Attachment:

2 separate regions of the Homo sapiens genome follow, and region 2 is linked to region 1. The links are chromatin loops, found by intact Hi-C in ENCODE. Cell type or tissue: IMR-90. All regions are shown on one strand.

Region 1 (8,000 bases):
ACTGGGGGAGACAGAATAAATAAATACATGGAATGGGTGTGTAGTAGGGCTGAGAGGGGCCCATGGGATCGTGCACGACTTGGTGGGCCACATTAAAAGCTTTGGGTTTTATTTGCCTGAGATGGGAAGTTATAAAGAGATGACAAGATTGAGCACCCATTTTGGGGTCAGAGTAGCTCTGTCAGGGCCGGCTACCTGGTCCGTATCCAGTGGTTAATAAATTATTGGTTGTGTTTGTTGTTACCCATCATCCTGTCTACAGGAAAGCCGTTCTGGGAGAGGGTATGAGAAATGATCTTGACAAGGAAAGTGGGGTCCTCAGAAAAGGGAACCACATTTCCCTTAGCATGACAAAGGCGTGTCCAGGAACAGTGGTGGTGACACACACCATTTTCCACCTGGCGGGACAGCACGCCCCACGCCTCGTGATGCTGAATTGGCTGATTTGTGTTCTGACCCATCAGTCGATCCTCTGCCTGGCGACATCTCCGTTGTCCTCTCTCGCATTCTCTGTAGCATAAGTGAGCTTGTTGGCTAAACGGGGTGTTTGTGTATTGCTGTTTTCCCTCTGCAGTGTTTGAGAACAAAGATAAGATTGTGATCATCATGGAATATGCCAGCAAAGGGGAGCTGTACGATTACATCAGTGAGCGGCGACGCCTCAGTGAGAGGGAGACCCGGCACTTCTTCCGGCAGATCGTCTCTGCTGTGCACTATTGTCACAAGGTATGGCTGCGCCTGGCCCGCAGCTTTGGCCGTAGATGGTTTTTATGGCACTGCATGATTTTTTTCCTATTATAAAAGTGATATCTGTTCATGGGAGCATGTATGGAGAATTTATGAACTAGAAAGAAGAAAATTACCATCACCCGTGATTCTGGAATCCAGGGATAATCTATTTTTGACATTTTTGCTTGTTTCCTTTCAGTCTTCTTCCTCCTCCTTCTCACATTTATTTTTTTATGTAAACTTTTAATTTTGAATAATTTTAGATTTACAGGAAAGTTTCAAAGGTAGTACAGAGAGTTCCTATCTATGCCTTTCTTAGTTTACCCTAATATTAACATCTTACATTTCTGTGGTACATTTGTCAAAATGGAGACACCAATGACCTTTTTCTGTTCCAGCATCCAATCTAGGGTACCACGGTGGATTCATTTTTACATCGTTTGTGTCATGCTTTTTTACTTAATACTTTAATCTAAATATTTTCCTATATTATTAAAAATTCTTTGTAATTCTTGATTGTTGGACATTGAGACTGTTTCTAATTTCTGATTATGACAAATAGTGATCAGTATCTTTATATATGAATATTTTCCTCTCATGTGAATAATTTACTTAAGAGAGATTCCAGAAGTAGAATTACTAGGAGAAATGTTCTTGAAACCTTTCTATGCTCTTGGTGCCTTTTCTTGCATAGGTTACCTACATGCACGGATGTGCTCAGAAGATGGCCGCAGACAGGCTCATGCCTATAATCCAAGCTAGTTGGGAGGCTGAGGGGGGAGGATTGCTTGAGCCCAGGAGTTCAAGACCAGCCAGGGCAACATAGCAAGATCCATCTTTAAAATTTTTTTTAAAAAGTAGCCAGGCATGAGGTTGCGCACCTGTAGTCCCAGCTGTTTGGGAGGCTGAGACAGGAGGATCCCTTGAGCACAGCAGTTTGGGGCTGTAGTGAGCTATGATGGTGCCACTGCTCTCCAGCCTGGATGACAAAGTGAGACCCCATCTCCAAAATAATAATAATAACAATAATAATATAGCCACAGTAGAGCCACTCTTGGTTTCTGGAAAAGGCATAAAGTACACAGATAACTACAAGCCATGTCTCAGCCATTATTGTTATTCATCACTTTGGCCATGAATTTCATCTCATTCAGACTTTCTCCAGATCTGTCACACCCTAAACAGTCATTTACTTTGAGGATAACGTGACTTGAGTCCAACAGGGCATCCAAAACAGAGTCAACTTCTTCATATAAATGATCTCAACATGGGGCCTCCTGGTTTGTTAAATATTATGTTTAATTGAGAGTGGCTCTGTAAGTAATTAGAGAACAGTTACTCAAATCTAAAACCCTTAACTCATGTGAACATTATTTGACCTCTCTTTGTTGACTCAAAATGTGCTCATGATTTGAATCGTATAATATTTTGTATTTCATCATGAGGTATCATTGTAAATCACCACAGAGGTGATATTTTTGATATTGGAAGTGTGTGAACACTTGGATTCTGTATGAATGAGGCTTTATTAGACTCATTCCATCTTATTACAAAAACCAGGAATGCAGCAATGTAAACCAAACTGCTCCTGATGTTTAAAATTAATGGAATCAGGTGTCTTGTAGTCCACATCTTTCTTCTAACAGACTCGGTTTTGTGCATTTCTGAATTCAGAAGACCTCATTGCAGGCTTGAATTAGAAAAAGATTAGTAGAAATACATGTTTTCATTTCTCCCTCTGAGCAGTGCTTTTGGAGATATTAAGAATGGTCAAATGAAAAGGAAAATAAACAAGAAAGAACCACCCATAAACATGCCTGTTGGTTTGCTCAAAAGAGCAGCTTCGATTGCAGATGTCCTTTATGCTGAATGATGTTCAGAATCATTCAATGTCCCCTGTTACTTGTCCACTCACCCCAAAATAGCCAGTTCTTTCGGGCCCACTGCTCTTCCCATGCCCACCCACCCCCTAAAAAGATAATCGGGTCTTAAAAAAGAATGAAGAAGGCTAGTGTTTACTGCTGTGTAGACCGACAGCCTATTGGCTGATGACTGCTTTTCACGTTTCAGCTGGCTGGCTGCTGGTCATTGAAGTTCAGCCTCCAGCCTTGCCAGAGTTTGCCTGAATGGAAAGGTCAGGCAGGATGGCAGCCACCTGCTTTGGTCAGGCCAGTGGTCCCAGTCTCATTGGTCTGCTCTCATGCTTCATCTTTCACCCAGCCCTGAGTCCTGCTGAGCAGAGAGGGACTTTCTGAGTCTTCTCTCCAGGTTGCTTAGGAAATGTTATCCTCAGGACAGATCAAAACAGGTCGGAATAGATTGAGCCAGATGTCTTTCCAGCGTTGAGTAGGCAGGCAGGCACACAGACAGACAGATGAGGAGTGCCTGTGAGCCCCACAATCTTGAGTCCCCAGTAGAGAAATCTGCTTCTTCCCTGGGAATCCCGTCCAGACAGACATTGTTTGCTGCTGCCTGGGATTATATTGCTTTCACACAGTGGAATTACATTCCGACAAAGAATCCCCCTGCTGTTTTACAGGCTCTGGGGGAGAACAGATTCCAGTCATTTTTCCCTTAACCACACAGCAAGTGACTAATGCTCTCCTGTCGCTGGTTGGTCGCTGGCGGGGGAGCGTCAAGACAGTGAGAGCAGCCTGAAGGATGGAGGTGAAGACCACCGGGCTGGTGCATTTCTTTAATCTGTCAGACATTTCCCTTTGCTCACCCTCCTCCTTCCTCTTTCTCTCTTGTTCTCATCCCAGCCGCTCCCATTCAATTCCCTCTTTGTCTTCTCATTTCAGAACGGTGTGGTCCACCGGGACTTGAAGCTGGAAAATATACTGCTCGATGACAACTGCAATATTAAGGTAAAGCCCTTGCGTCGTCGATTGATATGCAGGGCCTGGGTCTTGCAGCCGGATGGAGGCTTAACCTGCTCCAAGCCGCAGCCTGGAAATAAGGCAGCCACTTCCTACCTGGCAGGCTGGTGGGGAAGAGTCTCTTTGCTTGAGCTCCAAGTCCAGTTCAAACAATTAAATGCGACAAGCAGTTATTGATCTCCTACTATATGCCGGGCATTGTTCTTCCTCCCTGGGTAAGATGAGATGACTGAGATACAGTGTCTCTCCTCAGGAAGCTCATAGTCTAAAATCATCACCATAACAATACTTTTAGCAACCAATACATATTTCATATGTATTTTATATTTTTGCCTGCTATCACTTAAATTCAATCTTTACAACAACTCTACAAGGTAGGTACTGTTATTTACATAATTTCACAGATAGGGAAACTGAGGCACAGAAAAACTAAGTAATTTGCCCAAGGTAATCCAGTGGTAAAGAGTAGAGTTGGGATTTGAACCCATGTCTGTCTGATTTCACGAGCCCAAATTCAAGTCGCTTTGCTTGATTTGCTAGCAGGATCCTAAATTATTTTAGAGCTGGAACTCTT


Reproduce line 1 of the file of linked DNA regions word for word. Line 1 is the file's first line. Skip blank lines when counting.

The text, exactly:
2 separate regions of the Homo sapiens genome follow, and region 2 is linked to region 1. The links are chromatin loops, found by intact Hi-C in ENCODE. Cell type or tissue: IMR-90. All regions are shown on one strand.